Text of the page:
Arsene Wenger and members of the Arsenal board have refused to go the way of the world by spending freely and incurring debt. 

As a matter of fact, the reason why the current class of players have been summarily dismissed by these fans is because its pedigree is perceived to be a rung or two below what stars are supposed to be. 

They forced Andrei Arshavin to flee to Russia to escape the incessant mockery and abuse.

Of course, the folly of such action became evident very quickly when Arsenal had no viable option on the bench to sustain the momentum of their comeback against AC Milan in their Champions League duel at the Emirates, but that's another story for another entry.

Anyway, the guns were blazing away with rash abandon, and when Tottenham fired in two goals on that fateful derby day, the boo boys were ecstatic. Their wisdom had been validated; their prophecy was alive and kicking.

But faith, fate and Nike had other ideas.

The cancer at the club won the Premier League Manager of the Month award.

The dung team demolished AC Milan at the Emirates, even if eventually it did not qualify for the next round of the Champions League.

The team beat Liverpool at Anfield without even trying to, and when Newcastle visited the Emirates, this boo boys' model of excellence fell.

Arsenal have achieved better things this season than most of these supposed models of excellence. And the noteworthy thing here is that it has happened with significant less spending.

But the point, I want to stress in this entry is that despite this renaissance, it is not yet uhuru at the Grove.

Despite my title, Tottenham haven't fallen yet, and Arsenal haven't risen completely.

Ten games are left, as yet, to the campaign.

The first thing Arsenal must not allow to happen in the next couple of games is the widening of the gap between them and Spurs from a solitary point to four or three, neither must they allow Chelsea to gain ground on them.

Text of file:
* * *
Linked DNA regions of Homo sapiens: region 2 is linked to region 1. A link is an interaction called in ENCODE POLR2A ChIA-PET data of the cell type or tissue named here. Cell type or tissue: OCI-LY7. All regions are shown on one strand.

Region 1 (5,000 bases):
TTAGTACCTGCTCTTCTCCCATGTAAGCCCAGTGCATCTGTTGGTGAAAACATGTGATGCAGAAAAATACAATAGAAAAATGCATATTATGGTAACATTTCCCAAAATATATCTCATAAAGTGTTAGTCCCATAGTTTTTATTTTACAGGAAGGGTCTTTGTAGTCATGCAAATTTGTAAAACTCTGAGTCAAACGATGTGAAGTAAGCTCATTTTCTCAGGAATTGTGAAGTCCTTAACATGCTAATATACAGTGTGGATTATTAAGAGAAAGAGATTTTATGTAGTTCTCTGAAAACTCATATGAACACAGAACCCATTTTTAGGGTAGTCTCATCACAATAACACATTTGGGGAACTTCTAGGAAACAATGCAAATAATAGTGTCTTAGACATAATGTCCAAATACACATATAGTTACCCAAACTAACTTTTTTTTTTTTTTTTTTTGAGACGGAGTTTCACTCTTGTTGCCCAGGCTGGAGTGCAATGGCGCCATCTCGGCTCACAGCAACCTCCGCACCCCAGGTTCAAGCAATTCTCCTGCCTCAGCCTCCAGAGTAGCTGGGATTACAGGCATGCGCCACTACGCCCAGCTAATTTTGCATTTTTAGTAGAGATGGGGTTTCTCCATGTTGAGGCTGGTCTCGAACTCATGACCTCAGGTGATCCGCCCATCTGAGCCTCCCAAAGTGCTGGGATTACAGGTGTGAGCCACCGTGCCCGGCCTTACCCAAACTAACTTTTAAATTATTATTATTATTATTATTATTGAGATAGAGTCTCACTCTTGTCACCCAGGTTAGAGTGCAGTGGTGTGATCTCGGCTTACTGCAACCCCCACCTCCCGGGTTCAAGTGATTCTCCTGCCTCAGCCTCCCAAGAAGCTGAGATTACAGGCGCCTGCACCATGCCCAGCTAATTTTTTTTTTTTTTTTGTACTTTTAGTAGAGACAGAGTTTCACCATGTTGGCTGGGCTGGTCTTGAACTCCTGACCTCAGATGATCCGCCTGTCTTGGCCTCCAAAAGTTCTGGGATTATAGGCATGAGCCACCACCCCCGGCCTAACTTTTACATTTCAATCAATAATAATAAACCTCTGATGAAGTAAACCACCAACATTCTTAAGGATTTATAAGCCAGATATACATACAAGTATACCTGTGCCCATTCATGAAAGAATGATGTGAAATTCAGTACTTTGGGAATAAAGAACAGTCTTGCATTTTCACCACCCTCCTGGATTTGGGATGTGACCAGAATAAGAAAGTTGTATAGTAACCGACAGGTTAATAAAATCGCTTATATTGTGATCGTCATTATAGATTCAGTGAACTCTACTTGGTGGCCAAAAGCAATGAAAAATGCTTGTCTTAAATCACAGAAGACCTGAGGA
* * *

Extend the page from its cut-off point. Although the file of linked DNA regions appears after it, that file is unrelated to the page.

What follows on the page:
This is not only so that the boo boys may not come out again, it is because the solitary promise that the season yet holds could easily crumble.

This can happen quite easily, and if it does, this will be a cue to the naysayers to come out yet again en masse.

 

But more importantly, it may represent defeat to common sense and responsibility, characteristics that are fundamental to Arsenal.


People walk in front of Arsenal Football Club's Emirates Stadium on April 11, 2011 in London, England. American businessman Stan Kroenke's company 'Kroenke Sports Enterprises' has increased its shareholding in Arsenal to 62.89% and will make an offer for a full takeover of the club. Kronke first purchased 9.9% of Arsenal shares in 2007. Today's deal values the Premier League club at 731m GBP.

Arsenal stand for prudence and responsibility. Photo by Oli Scarff/Getty Images.

 

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Arsenal Diary

Entry 1: Arsenal Diary: Then Arsene Wenger Went and Bought Another Kid

Entry 2: Why the Gunners Are Still Better Than Tottenham Hotspur